By Jim Ferri
When comes to food, I’m not adventurous. That crown goes to my wife Marjorie, who believes that the hotter and spicier something is, all the better. From my perspective, pepper pushes the culinary envelope far enough.
A few days ago in Ecuador, though, the tables turned. We were in Cuenca, high up in the Andes, spending a few days in that magnificent city. With our guide Cecilia we were roaming about the town’s outdoor market.
It was an interesting place where many of the indigenous people, their heads topped with the Panama hats that are part of their garb, were selling all sorts of foods and vegetables. (By the way, if you didn’t know it, Panama hats are made in Ecuador but were misnamed long ago because they were shipped out of Panama.)
We wandered about the market for about an hour, fascinated not only by bustle and riot of color all about us, but also by several types of vegetables we’d never seen before. It was a great way to spend the morning, much better than our visit to the market in Otavalo, which is a tourist trap. Cuenca’s market though, was the real thing and I don’t remember seeing more than two or three other foreigners in the whole place.
After the three of us had wandered down just about every little lane ogling the produce and the people, Cecilia asked us if we wanted to see the meat market. “Of course,” we replied, and followed her out of the open marketplace. The meat market was two blocks away she explained, because of the need to separate the butchers from the produce for sanitary reasons.
It looked like a quiet building from the outside, but when we stepped inside we found a hive of activity. There were lots of picnic-type tables set up around the periphery, all filled with people eating. The place itself was set on two floors and we followed Cecilia up to the second floor, which turned out to be a balcony that looked down upon the butchers below.
Around this balcony, though, were dozens of little stalls each with a woman serving slices of the giant pigs (the Porky kind) on spits, along with a side of fried potato pancakes. After one of the women gave us a taste it was quickly apparent that fatty pork was a popular dish here.
When we wandered back down and outside we came upon a line of women sitting about large round charcoal grills, each about the circumference of a large oil drum. Over them, impaled on large wooden stakes, were chickens and guinea pigs being slow-roasted.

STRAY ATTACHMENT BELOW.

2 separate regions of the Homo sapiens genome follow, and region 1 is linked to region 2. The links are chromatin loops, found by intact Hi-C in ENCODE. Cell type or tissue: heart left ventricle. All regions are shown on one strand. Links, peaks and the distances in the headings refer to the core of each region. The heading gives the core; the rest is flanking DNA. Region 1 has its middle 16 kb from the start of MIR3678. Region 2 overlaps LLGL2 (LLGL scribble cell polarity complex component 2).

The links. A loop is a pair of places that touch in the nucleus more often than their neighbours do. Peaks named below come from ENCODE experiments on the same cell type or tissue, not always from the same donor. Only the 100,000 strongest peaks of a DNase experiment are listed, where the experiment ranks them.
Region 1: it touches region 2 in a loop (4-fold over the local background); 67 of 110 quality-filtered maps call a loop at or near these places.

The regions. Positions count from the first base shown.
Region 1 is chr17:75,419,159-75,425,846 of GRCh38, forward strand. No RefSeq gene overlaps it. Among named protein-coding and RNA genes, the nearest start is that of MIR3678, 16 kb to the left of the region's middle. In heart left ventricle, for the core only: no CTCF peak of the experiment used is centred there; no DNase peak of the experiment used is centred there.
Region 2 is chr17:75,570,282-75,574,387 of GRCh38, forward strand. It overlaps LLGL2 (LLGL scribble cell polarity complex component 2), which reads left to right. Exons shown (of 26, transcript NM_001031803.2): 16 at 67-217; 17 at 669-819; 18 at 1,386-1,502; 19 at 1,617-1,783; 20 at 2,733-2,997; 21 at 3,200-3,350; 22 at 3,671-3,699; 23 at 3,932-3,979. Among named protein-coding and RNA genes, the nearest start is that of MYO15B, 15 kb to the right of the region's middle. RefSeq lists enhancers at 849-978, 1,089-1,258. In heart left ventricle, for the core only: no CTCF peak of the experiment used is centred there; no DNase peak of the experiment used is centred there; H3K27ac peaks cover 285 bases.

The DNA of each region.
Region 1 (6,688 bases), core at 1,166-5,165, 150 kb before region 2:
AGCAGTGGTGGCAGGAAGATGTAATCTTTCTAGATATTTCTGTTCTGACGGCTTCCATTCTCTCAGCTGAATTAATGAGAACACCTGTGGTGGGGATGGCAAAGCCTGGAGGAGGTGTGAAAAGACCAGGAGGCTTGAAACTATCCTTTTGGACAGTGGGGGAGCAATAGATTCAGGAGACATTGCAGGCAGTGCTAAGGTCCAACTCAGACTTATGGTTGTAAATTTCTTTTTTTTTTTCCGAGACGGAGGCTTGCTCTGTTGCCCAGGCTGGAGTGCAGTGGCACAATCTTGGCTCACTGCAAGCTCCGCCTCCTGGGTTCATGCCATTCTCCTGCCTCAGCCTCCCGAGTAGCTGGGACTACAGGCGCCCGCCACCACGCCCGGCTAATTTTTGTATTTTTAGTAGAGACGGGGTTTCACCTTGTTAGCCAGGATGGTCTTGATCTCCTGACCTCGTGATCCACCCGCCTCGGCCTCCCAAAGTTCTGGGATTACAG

These weren’t the small guinea pigs kids keep in cages in their bedrooms either, but monsters as large as a fair-size cat. Cecilia told us it was a local delicacy and each took about an hour to cook.
Although it was totally out of character for me, I asked Cecilia if we could try one. I glanced over and saw the look of horror on my wife’s face. “You’re not really going to try that, are you?” She asked. I told her that I heard about these and that I couldn’t leave Ecuador without at least trying one. I though she would faint.
It cost us eight dollars – – the US dollar is the legal currency of Ecuador – – and we took our little prize to one of the picnic tables. We were a bit dismayed that the head hadn’t been taken off as we had requested, but we proceeded with our taste test nonetheless.
Cecilia dove in first, showing us how to do it all. It turned out to be red meat, not white, and I was surprised at how little meet there actually was. It was almost like trying to get meat off a Cornish hen.
More surprising, was that it tasted like a cross between chicken and pork without being as greasy as what we had tasted earlier upstairs.
Alongside most of the tables sat a line of small, cute dogs that just stared at you, with no barking or growling or nudging you for handouts. I was fascinated by them, since when you tossed a piece there was no scramble to take it away from another, they all just sat there patiently and quietly waiting their turn.
I’m certain when we left, taking the other half of the meal to our driver, they were unhappy. Marjorie, on the other hand, was pleased to be moving on to sightseeing elsewhere.